Physicist Edward Teller considered another possibility. The huge temperature of a fission explosion -- tens of millions of degrees -- could fuse together nuclei of light elements, such as hydrogen, a process that also releases energy (later, this insight would be the basis for hydrogen bombs). If the temperature of a detonation was high enough, nitrogen atoms in the atmosphere would fuse, releasing energy. Ignition of atmospheric nitrogen might cause hydrogen in the oceans to fuse. The Trinity experiment might inadvertently turn the entire planet into a chain-reaction fusion bomb.

Robert Oppenheimer, chief of the American atomic scientists, took Teller's suggestion seriously. He discussed it with Arthur Compton, another leading physicist. "This would be the ultimate catastrophe," wrote Compton. "Better to accept the slavery of the Nazis than run a chance of drawing the final curtain on mankind!"

Oppenheimer asked Hans Bethe and other physicists to check their calculations of the ignition temperature of nitrogen and the cooling effects expected in the fireball of a nuclear bomb. The new calculations indicated that an atmospheric conflagration was impossible.

Later, Teller wrote of those heady days: "The discussions were fascinating and intense. Facts were questioned and the questions were answered by still more facts...A spirit of spontaneity, adventure, and surprise prevailed during those weeks...and each member of the group helped move the discussion toward a positive conclusion."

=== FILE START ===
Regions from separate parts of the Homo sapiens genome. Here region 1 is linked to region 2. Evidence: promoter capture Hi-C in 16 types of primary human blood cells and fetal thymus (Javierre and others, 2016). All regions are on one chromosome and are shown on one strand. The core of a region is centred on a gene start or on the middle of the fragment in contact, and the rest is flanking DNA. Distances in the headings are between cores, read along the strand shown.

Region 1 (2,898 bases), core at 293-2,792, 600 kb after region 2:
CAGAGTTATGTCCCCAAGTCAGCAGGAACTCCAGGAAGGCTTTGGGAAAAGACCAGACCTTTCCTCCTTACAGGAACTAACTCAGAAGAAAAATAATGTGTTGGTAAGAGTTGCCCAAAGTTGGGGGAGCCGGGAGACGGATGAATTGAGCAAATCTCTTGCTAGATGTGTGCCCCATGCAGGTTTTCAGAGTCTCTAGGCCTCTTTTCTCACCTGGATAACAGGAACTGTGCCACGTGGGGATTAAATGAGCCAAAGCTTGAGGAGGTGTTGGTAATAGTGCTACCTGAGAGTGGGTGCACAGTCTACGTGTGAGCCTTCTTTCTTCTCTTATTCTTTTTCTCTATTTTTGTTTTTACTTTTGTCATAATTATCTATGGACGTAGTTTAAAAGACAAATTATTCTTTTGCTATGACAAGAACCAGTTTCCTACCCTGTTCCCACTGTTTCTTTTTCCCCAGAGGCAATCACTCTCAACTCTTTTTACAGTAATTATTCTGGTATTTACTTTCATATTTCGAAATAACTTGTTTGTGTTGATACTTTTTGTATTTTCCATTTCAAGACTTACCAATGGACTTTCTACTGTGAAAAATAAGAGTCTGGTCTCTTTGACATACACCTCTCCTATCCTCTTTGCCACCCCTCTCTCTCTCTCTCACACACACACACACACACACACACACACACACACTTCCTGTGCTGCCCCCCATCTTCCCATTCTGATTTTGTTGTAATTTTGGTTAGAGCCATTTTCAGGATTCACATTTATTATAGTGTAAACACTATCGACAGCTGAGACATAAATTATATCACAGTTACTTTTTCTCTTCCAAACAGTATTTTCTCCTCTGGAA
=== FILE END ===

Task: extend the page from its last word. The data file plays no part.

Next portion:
Three years later, in the New Mexico desert, there was enough uncertainty about the outcome of the experiment to make a betting pool interesting. Senior scientists each put a dollar in the kitty. Edward Teller bet the bomb would pack the explosive equivalent of 45,000 tons of TNT. Hans Bethe picked 8,000 tons. Oppenheimer chose a modest 300 tons. All of the scientists were utterly convinced that even the most optimistic estimate of the bomb's power would not produce temperatures high enough to ignite the atmosphere.

Nevertheless, the terrible possibility was on people's minds. Enrico Fermi, one of the most brilliant of the atomic scientists, offered to take bets on whether or not the bomb would ignite the atmosphere, and if so, whether it would merely destroy New Mexico or the entire world. His macabre humor was not appreciated.

When the bomb exploded, the confidence of at least one physicist was briefly tested. Emilio Segre, an eyewitness and nuclear scientist, wrote: "We saw the whole sky flash with unbelievable brightness in spite of the very dark glasses we wore...I believe that for a moment I thought the explosion might set fire to the atmosphere and thus finish the earth, even though I knew that this was not possible."

Not possible. Why?

Because the calculations said so. Calculations scribbled on blackboards and countless pads of paper. Calculations based on mathematical theories of the atom, of gas mechanics, of thermodynamics, of electromagnetism. Calculations based on three hundred years of experiments. Calculations based on the incomprehensible premise that the human mind can comprehend the fundamental architecture of the universe.

Further Reading

To my mind, far and away the best book on the development and testing of the atomic bomb is Richard Rhodes' The Making of the Atomic Bomb. His Dark Sun: The Making of the Hydrogen Bomb is powerful reading too.

Discuss this essay and more over on the Science Musings Blog.